I sat down to write a glowing note on the Digital Science conference at London’s glorious Royal Institution last night. “Inventing the Future” was a huge success and underlined the creative quality of the debate on the digital future in this city. As I stared ruminatively at my blank screen, an alert crossed it: Emap have decided to split themselves into three parts, to be called (no, I am not kidding) Top Right Group (something to do with graphs?) for the whole outfit, i2i Events for the (you guessed it!) events division, 4C Group for the information division (“Fore-see”, geddit?), and, triumphantly, EMAP Publishing for the magazines. Given that they did not waste any of that expensive rebranding budget on the magazines we can guess that this lot are for sale first (though a rumour today also gives that honour to the CAP automotive data unit). The best guess is that everything is for sale, and some reports are already citing advisory appointments in a variety of places.

Meanwhile, the philosophers of the night before had been talking of the very nature of the digital, networked society. Their threnody was “Open”. JP Rangaswami, Chief Scientist at Salesforce.com (I have heard this man twice in a week and would be happy to go again for more tomorrow) set the tone. We have to realize that the network has turned our media picture on its head. Now we have to understand the ways in which consumers are re-using and reshaping content. The social networks are ways of amplifying and diminishing those responses, filtering and distilling them. The publisher’s role is to get out of the way – this is not a push world anymore, but act as a distributor and reproducer of excellence without doing harm or trying to outbid the creativity of endusers. Stian Westlake of NESTA, looking at this from a policy viewpoint, saw the need to rebalance the investment, to innovate in areas of strength like the UK financial services markets, and to make education fit the requirement of a networked economy. As JP said, re-quoting Stewart Brand “information wants to be free”. We have it in abundance, while we have scarce resources for shaping and forming it as users want it, and enabling them to do that in their own contexts.

It turns out, of course, that some of the data we want is held by government. The third speaker was Professor Nigel Shadbolt, Professor of AI at Southampton, Director of the new Open data Institute, and Sir Tim Berners Lee’s vice-gerent and apostolic delegate to the UK government’s Open Data programme here on earth. He mercifully skated across the difficulties of getting governments to do what they have said they will do, while pointing out that despite the fad of Big Data, linked data was now a vital component at all levels, big and small, in delivering the liberating effect of making compatible data available for remixing. With these three speakers we were in the magic territory of platform publishing. Here it was unthinkable not to promulgate your APIs. Here was a collaborative world of licensing and data sharing. Here was a vision of many of the things we shall be doing to to create a data-driven world in the networks for the net benefit of all of us.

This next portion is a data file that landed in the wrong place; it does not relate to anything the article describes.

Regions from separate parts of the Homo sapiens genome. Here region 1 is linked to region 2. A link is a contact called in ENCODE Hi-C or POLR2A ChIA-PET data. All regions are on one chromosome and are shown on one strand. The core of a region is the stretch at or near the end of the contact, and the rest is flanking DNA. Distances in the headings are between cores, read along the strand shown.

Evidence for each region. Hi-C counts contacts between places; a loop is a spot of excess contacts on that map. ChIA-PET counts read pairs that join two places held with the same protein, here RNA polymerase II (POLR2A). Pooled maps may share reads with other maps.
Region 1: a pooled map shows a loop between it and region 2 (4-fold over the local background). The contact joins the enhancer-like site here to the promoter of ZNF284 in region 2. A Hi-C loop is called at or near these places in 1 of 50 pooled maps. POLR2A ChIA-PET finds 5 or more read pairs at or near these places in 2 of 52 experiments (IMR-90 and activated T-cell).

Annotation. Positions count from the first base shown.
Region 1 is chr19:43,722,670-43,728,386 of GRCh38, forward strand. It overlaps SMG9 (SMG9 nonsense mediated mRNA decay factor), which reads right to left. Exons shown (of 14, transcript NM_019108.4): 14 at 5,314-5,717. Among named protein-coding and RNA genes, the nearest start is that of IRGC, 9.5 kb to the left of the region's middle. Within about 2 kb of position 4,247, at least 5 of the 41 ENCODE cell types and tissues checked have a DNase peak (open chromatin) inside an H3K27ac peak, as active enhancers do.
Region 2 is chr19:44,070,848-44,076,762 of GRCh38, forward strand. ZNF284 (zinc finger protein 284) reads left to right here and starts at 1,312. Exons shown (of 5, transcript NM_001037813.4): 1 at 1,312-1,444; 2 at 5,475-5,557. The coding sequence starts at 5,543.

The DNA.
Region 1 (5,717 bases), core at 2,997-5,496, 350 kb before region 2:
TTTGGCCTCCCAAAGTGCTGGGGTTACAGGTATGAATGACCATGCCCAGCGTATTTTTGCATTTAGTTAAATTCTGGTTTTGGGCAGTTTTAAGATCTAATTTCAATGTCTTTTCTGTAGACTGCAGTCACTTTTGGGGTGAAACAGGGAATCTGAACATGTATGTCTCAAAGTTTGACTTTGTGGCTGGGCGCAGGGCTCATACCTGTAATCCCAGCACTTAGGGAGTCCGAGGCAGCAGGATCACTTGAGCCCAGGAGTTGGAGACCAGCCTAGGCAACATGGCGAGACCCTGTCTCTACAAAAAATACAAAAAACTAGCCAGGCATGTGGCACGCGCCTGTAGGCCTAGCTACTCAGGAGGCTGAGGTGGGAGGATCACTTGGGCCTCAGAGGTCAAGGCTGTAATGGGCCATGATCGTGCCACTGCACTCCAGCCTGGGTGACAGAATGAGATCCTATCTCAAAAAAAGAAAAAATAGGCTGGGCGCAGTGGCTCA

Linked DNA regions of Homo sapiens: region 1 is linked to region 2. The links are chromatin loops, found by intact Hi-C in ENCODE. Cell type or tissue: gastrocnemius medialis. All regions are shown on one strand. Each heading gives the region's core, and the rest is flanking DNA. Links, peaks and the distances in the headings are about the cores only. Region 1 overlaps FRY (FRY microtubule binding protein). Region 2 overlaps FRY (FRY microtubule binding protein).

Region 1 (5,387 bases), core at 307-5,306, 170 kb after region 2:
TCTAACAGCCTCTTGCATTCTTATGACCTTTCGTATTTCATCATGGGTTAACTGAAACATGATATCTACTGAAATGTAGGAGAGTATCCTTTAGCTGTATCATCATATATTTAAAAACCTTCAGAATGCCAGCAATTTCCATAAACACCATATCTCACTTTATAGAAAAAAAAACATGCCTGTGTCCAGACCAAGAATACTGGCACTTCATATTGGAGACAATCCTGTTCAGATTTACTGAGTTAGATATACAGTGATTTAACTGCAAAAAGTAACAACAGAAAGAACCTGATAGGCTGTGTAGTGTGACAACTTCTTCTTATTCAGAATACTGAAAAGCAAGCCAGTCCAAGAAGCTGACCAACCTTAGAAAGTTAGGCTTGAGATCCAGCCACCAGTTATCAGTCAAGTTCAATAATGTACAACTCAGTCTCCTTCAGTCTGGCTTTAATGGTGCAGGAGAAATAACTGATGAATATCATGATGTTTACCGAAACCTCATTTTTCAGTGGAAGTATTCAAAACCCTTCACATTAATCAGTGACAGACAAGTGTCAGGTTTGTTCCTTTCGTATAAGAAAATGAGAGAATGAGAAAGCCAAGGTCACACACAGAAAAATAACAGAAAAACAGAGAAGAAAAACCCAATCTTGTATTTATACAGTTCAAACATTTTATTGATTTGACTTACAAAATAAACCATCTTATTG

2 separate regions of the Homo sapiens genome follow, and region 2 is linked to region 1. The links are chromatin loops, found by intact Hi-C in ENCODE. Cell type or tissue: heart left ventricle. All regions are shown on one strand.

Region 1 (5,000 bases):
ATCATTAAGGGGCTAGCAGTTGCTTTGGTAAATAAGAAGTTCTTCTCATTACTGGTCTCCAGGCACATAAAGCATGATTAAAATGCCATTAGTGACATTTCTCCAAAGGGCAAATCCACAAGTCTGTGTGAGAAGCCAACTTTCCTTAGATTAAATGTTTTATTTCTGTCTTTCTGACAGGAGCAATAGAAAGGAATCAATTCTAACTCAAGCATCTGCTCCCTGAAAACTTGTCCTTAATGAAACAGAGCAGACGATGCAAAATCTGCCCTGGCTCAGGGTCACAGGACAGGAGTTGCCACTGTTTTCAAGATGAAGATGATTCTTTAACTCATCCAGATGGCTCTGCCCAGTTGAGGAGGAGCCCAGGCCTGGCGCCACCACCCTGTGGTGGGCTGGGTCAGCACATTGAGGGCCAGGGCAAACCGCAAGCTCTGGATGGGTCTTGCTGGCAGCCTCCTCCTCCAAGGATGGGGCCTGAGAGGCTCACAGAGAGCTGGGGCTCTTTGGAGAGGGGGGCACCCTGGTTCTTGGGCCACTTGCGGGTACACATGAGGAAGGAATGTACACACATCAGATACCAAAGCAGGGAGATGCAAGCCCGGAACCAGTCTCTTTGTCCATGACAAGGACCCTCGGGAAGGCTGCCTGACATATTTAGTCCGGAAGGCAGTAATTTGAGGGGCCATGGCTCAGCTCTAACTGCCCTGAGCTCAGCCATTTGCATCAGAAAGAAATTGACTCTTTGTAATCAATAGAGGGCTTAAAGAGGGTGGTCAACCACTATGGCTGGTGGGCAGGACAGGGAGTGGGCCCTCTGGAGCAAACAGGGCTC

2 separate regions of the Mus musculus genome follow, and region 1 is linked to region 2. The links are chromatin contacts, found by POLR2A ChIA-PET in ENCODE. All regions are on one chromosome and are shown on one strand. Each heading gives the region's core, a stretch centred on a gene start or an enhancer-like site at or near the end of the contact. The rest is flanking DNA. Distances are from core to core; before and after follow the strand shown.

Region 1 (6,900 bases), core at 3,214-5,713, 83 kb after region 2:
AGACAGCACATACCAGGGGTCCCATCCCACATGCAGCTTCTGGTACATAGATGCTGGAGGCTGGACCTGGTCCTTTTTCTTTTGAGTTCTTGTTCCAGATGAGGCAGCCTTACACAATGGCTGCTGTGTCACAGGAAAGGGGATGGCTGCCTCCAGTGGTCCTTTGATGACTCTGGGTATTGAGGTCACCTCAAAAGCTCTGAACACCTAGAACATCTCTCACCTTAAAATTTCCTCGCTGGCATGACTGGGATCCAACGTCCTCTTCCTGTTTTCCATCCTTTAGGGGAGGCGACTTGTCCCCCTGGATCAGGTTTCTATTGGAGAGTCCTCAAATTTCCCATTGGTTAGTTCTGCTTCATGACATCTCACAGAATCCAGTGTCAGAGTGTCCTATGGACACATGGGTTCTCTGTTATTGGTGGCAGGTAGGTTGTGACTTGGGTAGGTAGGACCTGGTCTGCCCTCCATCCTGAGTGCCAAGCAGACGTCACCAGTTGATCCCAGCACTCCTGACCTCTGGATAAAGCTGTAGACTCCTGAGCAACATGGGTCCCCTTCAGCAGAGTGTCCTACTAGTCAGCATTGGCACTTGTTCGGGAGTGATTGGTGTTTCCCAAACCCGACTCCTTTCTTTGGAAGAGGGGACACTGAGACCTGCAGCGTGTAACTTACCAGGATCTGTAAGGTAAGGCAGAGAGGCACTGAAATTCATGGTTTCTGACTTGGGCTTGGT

And then I read the EMAP announcement, and it brings home the way in which the present and the future are pulling apart radically at the moment. No one looked at the EMAP holdings through the eyes of customers, buyers, or users. Channel and format, the classifications of the past, are the only way that current managers can see their businesses. So we divide into three channels what needed to be seen as a platform environment, created by ripping out all the formats and making all of the data neutral and remixable in any context. So the building and construction marketplace at EMAP, which has magazines, data and events (events – the greatest source of data yet discovered on earth), becomes a way of shaping and customizing content for users large and small, directed by them and driven by their requirements. But the advisors cannot understand anything but ongoing businesses, the strategy has no place in the IM, the McGraw-Hill failure to do this at Dodds and Sweets is not encouraging, so we divide the stuff into parcels that can be sold, and sell it off at small portion of its worth, while blaming the technology that could save it for “disrupting” it to death.

Maybe this is right. Maybe the old world has to be purged before the new one takes over. Maybe we have to go through the waste of redundancies, the dissipation of content, the loss of continuity with users/readers/customers before they are able to show us once again what we really should be doing. But now, when we know so much about “inventing the future” this seems a very rum way of proceeding. Incidentally, last night’s conference host, Digital Science, is a very exciting Macmillan start-up whose business it is to invest in software developed by users in science research to support their work. Truly then a new player with more than a whiff of the zeitgeist of this conference in its nostrils. Those of us with long memories remember an older Macmillan, however. One that owned the Healthcare and nursing magazine market, and lapped up the jobs advertising cream in the days when users (or the NHS), could not use the web as an advertising environment. So Macmillan sold its magazine division before the advertising crash – to EMAP. It is people, decisions and the choices made by users that change things. It is hardly new to note that lack of a tide table can create serious risk of drowning, but it could be true.